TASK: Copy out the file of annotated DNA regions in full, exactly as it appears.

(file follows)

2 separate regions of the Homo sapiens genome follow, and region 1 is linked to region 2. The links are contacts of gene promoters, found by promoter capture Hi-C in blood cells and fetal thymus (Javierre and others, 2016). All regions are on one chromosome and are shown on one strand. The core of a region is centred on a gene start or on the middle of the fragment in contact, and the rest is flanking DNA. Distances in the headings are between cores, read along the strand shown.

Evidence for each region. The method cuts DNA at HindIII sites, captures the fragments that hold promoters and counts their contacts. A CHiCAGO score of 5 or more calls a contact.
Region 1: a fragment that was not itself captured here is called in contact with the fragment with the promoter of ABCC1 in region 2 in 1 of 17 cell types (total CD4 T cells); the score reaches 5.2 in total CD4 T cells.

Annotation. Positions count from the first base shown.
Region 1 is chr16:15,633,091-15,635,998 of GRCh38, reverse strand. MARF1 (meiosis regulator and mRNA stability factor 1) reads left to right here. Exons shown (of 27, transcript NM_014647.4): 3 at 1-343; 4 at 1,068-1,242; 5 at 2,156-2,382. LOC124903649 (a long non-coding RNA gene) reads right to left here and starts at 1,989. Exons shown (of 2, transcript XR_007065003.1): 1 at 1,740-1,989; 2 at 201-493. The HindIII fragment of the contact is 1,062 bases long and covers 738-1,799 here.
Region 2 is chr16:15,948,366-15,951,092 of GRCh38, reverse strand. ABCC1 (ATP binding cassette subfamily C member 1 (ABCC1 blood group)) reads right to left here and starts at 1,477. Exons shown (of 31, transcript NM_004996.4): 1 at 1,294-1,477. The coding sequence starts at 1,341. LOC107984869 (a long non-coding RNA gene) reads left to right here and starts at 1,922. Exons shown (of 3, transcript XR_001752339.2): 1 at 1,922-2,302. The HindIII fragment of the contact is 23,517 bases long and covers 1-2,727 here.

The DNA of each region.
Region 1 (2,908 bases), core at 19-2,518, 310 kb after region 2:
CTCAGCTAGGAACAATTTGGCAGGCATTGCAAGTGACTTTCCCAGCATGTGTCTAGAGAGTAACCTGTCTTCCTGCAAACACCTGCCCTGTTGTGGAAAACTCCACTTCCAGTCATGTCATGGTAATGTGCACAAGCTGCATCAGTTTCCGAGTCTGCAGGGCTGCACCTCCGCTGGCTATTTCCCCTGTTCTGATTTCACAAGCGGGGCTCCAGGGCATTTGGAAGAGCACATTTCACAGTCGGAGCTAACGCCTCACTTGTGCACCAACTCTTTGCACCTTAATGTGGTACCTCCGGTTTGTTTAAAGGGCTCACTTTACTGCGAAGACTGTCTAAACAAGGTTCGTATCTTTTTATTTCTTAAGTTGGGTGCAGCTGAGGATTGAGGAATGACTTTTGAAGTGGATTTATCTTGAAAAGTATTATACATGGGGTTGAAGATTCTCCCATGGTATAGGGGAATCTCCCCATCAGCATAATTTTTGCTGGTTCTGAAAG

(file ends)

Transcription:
2 separate regions of the Homo sapiens genome follow, and region 1 is linked to region 2. The links are contacts of gene promoters, found by promoter capture Hi-C in blood cells and fetal thymus (Javierre and others, 2016). All regions are on one chromosome and are shown on one strand. The core of a region is centred on a gene start or on the middle of the fragment in contact, and the rest is flanking DNA. Distances in the headings are between cores, read along the strand shown.

Evidence for each region. The method cuts DNA at HindIII sites, captures the fragments that hold promoters and counts their contacts. A CHiCAGO score of 5 or more calls a contact.
Region 1: a fragment that was not itself captured here is called in contact with the fragment with the promoter of ABCC1 in region 2 in 1 of 17 cell types (total CD4 T cells); the score reaches 5.2 in total CD4 T cells.

Annotation. Positions count from the first base shown.
Region 1 is chr16:15,633,091-15,635,998 of GRCh38, reverse strand. MARF1 (meiosis regulator and mRNA stability factor 1) reads left to right here. Exons shown (of 27, transcript NM_014647.4): 3 at 1-343; 4 at 1,068-1,242; 5 at 2,156-2,382. LOC124903649 (a long non-coding RNA gene) reads right to left here and starts at 1,989. Exons shown (of 2, transcript XR_007065003.1): 1 at 1,740-1,989; 2 at 201-493. The HindIII fragment of the contact is 1,062 bases long and covers 738-1,799 here.
Region 2 is chr16:15,948,366-15,951,092 of GRCh38, reverse strand. ABCC1 (ATP binding cassette subfamily C member 1 (ABCC1 blood group)) reads right to left here and starts at 1,477. Exons shown (of 31, transcript NM_004996.4): 1 at 1,294-1,477. The coding sequence starts at 1,341. LOC107984869 (a long non-coding RNA gene) reads left to right here and starts at 1,922. Exons shown (of 3, transcript XR_001752339.2): 1 at 1,922-2,302. The HindIII fragment of the contact is 23,517 bases long and covers 1-2,727 here.

The DNA of each region.
Region 1 (2,908 bases), core at 19-2,518, 310 kb after region 2:
CTCAGCTAGGAACAATTTGGCAGGCATTGCAAGTGACTTTCCCAGCATGTGTCTAGAGAGTAACCTGTCTTCCTGCAAACACCTGCCCTGTTGTGGAAAACTCCACTTCCAGTCATGTCATGGTAATGTGCACAAGCTGCATCAGTTTCCGAGTCTGCAGGGCTGCACCTCCGCTGGCTATTTCCCCTGTTCTGATTTCACAAGCGGGGCTCCAGGGCATTTGGAAGAGCACATTTCACAGTCGGAGCTAACGCCTCACTTGTGCACCAACTCTTTGCACCTTAATGTGGTACCTCCGGTTTGTTTAAAGGGCTCACTTTACTGCGAAGACTGTCTAAACAAGGTTCGTATCTTTTTATTTCTTAAGTTGGGTGCAGCTGAGGATTGAGGAATGACTTTTGAAGTGGATTTATCTTGAAAAGTATTATACATGGGGTTGAAGATTCTCCCATGGTATAGGGGAATCTCCCCATCAGCATAATTTTTGCTGGTTCTGAAAG